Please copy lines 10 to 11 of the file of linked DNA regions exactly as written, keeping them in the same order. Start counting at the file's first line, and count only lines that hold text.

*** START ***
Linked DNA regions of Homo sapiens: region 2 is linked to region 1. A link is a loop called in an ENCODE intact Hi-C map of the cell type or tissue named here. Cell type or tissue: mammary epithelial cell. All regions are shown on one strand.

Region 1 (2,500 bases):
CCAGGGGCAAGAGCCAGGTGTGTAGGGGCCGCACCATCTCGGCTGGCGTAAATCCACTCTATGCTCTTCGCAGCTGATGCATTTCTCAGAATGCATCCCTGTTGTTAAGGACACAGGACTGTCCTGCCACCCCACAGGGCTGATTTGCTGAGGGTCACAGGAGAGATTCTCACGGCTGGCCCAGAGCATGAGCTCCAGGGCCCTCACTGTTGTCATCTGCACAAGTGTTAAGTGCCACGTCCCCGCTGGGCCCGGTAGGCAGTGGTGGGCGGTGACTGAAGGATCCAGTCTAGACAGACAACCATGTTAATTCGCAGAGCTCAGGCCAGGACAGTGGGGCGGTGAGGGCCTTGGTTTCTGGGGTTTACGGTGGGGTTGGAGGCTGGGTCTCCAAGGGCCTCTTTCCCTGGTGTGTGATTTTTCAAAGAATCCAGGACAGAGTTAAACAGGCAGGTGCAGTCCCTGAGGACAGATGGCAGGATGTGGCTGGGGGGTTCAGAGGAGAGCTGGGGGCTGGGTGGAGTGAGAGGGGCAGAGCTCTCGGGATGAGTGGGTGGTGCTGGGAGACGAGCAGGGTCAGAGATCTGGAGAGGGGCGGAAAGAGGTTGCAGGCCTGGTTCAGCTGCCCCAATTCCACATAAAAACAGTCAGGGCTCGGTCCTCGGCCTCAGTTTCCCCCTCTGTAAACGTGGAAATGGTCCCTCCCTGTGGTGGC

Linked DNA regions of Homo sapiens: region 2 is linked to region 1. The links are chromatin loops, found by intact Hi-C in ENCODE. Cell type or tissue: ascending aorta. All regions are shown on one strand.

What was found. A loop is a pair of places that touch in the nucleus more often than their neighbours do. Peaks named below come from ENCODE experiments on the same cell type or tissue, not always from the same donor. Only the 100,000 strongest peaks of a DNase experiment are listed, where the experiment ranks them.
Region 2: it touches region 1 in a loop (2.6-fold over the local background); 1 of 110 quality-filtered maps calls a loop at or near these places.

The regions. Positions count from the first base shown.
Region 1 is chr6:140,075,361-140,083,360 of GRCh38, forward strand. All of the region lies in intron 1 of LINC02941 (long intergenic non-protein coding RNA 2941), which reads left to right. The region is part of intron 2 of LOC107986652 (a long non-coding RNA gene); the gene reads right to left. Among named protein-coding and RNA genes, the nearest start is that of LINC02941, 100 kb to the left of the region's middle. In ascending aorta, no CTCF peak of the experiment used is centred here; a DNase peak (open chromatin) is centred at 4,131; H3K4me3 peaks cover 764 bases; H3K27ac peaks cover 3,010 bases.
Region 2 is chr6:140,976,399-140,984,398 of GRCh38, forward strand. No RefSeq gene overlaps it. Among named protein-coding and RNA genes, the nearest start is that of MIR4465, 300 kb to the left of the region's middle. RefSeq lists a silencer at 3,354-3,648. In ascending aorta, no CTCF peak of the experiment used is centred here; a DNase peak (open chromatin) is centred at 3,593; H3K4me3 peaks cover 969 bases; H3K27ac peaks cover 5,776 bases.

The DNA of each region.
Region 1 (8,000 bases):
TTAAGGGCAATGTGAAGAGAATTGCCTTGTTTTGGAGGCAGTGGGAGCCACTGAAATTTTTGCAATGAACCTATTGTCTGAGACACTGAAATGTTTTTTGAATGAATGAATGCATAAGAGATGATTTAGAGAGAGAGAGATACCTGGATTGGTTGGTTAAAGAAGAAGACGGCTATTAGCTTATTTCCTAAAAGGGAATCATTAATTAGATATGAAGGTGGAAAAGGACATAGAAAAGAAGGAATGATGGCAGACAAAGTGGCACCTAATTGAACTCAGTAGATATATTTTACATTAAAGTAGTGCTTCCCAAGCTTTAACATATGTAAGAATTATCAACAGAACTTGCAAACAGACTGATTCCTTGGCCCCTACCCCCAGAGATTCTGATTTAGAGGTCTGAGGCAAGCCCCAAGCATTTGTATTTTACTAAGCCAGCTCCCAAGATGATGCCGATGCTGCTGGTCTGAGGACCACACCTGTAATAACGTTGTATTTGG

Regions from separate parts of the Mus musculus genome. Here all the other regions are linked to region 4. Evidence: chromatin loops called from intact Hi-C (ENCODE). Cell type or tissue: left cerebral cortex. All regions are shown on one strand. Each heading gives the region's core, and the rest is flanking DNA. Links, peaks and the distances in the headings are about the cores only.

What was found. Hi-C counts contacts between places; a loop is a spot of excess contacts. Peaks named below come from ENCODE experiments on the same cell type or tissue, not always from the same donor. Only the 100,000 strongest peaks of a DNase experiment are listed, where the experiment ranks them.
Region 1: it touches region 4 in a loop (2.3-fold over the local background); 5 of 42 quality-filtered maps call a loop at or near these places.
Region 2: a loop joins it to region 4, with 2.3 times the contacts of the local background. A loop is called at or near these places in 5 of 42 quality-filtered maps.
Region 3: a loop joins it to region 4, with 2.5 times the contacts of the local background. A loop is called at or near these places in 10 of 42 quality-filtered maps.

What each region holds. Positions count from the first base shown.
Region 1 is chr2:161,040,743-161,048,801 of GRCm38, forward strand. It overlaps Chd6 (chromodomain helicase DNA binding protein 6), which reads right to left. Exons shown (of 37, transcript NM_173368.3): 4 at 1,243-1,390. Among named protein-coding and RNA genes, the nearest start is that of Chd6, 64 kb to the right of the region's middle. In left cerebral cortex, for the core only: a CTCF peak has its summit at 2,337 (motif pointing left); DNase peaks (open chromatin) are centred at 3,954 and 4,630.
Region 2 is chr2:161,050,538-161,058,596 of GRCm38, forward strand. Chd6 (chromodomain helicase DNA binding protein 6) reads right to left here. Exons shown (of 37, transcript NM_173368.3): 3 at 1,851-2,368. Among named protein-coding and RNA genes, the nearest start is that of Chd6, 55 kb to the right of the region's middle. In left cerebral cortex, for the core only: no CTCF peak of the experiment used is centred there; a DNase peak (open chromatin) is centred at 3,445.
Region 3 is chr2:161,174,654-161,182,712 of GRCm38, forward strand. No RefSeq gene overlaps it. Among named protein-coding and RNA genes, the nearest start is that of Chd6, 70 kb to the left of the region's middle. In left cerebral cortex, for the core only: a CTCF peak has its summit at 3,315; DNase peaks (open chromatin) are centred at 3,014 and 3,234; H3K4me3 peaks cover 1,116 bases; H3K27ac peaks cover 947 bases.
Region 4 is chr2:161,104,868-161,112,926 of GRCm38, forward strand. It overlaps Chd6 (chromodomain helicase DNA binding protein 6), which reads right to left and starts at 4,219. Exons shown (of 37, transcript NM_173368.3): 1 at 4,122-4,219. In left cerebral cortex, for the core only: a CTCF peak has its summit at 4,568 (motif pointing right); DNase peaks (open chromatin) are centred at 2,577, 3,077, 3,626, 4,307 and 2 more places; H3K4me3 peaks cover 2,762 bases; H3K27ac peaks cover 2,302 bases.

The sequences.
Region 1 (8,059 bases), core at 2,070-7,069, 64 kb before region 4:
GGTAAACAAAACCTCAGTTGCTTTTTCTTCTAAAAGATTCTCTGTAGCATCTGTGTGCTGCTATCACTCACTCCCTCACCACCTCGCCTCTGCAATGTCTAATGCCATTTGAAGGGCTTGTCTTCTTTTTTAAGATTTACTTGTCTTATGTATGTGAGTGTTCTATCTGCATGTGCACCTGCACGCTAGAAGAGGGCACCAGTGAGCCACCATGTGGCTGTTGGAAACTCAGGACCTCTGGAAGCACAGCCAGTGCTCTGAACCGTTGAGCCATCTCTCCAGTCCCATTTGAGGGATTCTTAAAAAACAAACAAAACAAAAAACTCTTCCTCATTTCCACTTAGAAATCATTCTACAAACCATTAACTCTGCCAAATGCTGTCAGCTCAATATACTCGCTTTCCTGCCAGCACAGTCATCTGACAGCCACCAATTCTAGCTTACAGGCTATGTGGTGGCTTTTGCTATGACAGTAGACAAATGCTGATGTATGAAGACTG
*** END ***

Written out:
The DNA of each region.
Region 1 (8,000 bases):